After perpetrating five bomb attacks over 19 days – and possibly planning a sixth that was foiled by police – Austin’s “serial bomber” used his deadly wares to take his own life Wednesday, authorities said.
It brought an end to a nearly three-week spate of terror in the Texas capital, but not before explosions killed two people and injured several others. The first three were package bombs left at homes; the fourth, on the side of a road; and the last went off at a FedEx facility near San Antonio. A sixth bomb, at a FedEx facility in Austin, was intercepted by authorities. It never detonated.
Here’s what police say about each attack:
The first blast was reported about 6:55 a.m. in the Harris Ridge neighborhood of north Austin. It was a powerful device, essentially a pipe bomb, in a normal-size delivery box, which would be a theme for the first three bombings.
Anthony Stephan House, 39, died from injuries he suffered after opening the package.
His LinkedIn profile said he was a senior project manager for Texas Quarries and participated in commercial projects throughout the state, including at University of Texas properties and the Phillips 66 headquarters in Houston.
The first of two bombs that day, it was detonated around 6:44 a.m. in the city’s East MLK neighborhood. Like the bomb 10 days earlier, it had been left at the victim’s home and it appeared to have been hand-delivered rather than by any courier service. The bomb detonated when the victim brought it inside and opened it.
It killed 17-year-old Draylen Mason, a promising student who played stand-up bass in a youth orchestra and was taking college classes while in high school. His mother was injured in the bombing. Neighbors saw her in the yard covering her face with her hands and brought her blankets because the blast had ripped off some of her clothing, said Anne Marie Castillo, who lives five houses down from Mason.
Mason and House were both African-American.
“(Mason) was a young guy with so much future and potential. We talked a lot about college. He hugged me every morning before class,” Austin Community College professor Samuel Osemene said.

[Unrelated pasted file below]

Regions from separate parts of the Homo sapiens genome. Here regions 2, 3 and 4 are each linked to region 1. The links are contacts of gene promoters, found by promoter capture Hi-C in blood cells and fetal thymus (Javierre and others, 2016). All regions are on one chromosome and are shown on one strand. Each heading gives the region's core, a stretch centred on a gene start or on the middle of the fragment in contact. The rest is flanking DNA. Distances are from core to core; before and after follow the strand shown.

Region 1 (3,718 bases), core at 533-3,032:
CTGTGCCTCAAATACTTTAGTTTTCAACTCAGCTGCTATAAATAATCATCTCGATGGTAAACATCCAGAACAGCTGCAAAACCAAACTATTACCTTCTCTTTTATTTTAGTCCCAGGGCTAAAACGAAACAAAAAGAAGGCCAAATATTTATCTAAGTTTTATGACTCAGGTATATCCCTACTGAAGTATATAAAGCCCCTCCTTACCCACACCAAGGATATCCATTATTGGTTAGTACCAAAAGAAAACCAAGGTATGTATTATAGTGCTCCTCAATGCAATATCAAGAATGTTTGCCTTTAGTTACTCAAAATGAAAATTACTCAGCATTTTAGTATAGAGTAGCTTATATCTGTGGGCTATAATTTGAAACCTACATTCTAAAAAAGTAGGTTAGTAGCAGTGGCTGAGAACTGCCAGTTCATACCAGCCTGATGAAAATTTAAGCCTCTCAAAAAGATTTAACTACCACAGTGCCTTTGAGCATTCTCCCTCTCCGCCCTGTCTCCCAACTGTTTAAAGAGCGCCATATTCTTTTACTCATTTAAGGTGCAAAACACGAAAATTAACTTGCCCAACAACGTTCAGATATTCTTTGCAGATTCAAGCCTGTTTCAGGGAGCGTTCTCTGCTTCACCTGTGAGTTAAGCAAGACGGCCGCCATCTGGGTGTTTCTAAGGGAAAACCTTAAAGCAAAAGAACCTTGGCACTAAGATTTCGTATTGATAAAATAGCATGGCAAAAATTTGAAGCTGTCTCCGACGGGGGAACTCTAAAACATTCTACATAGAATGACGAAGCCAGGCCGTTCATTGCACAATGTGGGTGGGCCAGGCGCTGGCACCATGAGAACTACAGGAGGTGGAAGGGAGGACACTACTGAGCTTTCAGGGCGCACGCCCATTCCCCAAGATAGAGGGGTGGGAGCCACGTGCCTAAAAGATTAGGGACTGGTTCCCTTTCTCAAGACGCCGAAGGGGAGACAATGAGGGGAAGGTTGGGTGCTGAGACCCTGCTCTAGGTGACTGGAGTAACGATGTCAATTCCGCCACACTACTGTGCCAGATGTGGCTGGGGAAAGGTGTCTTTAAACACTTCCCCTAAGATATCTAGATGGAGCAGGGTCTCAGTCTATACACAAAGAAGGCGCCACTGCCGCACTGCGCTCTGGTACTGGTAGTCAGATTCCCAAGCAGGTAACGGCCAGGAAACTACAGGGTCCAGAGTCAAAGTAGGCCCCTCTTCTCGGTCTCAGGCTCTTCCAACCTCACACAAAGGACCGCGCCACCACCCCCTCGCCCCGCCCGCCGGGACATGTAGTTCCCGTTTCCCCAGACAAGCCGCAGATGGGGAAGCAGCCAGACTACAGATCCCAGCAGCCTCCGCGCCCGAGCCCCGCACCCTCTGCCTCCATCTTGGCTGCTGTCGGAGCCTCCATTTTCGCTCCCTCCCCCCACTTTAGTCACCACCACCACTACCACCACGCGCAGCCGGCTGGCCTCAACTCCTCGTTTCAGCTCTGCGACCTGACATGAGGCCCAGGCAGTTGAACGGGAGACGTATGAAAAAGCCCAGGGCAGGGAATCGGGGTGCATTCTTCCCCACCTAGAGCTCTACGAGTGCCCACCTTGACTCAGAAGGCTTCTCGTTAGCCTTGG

March 12 again
Police were processing the scene at the East MLK bombing when another bomb erupted in the Montopolis neighborhood of southeast Austin, a few miles from Austin-Bergstrom International Airport.
The midday blast left a 75-year-old Hispanic woman badly injured, spurring police to leave open the possibility of hate crimes, given the victims were, at this point, all minorities.
“We believe that the recent explosive incidents that have occurred in the city of Austin were meant to send a message,” Austin police Chief Brian Manley said.
This was the first explosion to break with the pattern of doorstep deliveries. Instead, this bomb was left on the side of the road in the upscale Travis Country neighborhood of southwest Austin. It could have maimed any passer-by, police said.
Two white men, a 22- and 23-year-old, who were walking alongside the road when the bomb detonated, were taken to a hospital with serious but non-life threatening injuries.
Despite the new modus operandi, Manley said investigators believe the bombings are connected.
“A single package” exploded on a conveyor belt at a FedEx facility in Schertz, Texas, outside San Antonio, injuring one of the company’s employees, who was treated and released at the scene.
FBI San Antonio spokeswoman Michelle Lee said that, based on preliminary evidence at the scene, investigators suspect it could be related to the Austin explosions.
If that’s true, it would make this explosive device the first that was actually shipped.
Also March 20
About six hours after the explosion in Schertz, Austin police received a call about a suspicious package at a FedEx facility in southeast Austin, just across Highway 183 from Austin-Bergstrom International Airport, authorities said.
“It was determined the package contained an explosive device and was disrupted by law enforcement. No injuries were reported,” said a joint statement from local and federal authorities.
Police in Sunset Valley, a suburb southwest of Austin, announced the FBI was investigating a link between the string of bombings and a mail delivery office in Sunset Valley.
“It appears that the source of the suspect packages was a private package delivery office in Sunset Valley,” police said.
Police, responding to information they’d received over the previous 36 hours, tracked the suspect’s vehicle to a hotel in Round Rock, north of Austin. As police waited on tactical units to arrive, the vehicle left the hotel, and police followed.
The vehicle stopped in a ditch on the side of Interstate 35, and as the Austin Police Department’s SWAT team approached, the suspect detonated an explosive device inside the car, knocking down a SWAT team member and injuring the officer.
Manley said the suspect, who was later identified as Mark Anthony Conditt, 23, was responsible for all the incidents in Austin.
This story has been updated to correct Mark Anthony Conditt’s age to 23, based on public records. Earlier, police identified the suspect as a 24-year-old man.